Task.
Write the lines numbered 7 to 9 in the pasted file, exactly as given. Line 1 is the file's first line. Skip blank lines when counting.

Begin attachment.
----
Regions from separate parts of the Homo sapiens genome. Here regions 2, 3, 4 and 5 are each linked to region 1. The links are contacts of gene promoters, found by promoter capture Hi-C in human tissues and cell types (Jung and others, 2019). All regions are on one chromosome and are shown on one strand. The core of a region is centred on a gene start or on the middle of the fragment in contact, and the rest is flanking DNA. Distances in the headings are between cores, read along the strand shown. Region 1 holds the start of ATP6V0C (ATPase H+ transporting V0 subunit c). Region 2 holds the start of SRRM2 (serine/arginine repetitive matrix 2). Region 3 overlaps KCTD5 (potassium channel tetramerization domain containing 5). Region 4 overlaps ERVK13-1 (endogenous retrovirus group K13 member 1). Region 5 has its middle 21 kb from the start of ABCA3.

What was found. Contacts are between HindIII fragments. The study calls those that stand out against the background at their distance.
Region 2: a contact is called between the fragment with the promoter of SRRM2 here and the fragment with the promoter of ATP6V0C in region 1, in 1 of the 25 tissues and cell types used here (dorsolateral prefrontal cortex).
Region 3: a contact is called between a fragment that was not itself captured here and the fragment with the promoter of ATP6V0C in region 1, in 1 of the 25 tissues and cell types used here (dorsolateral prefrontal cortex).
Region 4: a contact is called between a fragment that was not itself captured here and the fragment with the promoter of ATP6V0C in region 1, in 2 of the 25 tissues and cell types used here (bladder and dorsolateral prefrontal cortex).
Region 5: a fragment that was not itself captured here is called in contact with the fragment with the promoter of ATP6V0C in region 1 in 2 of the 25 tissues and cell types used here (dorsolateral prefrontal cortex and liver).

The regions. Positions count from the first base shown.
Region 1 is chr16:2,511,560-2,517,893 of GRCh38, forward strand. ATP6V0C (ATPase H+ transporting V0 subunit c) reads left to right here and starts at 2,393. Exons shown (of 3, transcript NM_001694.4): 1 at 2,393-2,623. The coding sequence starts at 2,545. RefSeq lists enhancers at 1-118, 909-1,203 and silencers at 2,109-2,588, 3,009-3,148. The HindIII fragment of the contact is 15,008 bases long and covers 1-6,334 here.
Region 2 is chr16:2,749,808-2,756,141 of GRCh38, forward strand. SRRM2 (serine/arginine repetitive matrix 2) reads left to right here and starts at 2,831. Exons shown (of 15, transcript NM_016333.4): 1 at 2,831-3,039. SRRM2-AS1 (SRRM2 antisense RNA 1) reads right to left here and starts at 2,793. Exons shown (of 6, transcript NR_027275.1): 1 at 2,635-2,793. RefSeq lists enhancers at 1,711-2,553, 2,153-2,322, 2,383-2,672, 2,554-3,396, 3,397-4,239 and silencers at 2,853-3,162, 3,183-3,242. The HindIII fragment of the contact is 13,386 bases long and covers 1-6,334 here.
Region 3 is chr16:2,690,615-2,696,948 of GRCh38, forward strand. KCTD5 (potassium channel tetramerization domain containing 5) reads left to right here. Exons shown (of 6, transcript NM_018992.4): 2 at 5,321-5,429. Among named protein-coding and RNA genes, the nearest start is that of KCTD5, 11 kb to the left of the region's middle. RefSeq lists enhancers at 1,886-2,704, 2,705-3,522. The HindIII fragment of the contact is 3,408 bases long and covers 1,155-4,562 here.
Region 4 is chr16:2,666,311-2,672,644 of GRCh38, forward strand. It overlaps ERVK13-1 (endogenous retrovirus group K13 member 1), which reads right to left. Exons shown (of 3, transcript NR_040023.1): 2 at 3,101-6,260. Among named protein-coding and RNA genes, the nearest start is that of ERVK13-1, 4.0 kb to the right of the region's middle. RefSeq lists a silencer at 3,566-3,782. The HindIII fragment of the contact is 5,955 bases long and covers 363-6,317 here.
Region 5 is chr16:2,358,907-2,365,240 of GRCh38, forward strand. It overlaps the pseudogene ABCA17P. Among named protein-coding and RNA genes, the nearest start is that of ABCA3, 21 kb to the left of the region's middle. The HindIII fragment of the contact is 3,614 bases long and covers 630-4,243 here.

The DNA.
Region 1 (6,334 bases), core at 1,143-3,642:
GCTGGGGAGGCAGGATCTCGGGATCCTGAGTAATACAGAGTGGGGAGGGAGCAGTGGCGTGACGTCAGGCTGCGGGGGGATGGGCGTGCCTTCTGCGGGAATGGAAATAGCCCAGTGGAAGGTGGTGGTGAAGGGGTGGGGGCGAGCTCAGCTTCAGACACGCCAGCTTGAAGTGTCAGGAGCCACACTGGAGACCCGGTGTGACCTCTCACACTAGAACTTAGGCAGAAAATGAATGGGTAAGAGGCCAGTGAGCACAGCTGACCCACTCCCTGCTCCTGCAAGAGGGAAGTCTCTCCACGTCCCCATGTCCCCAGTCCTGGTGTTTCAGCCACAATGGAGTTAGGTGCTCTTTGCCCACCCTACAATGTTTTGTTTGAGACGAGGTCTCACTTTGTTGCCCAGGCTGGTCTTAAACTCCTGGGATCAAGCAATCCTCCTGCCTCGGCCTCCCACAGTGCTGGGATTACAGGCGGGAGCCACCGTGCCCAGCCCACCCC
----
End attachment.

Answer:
The regions. Positions count from the first base shown.
Region 1 is chr16:2,511,560-2,517,893 of GRCh38, forward strand. ATP6V0C (ATPase H+ transporting V0 subunit c) reads left to right here and starts at 2,393. Exons shown (of 3, transcript NM_001694.4): 1 at 2,393-2,623. The coding sequence starts at 2,545. RefSeq lists enhancers at 1-118, 909-1,203 and silencers at 2,109-2,588, 3,009-3,148. The HindIII fragment of the contact is 15,008 bases long and covers 1-6,334 here.
Region 2 is chr16:2,749,808-2,756,141 of GRCh38, forward strand. SRRM2 (serine/arginine repetitive matrix 2) reads left to right here and starts at 2,831. Exons shown (of 15, transcript NM_016333.4): 1 at 2,831-3,039. SRRM2-AS1 (SRRM2 antisense RNA 1) reads right to left here and starts at 2,793. Exons shown (of 6, transcript NR_027275.1): 1 at 2,635-2,793. RefSeq lists enhancers at 1,711-2,553, 2,153-2,322, 2,383-2,672, 2,554-3,396, 3,397-4,239 and silencers at 2,853-3,162, 3,183-3,242. The HindIII fragment of the contact is 13,386 bases long and covers 1-6,334 here.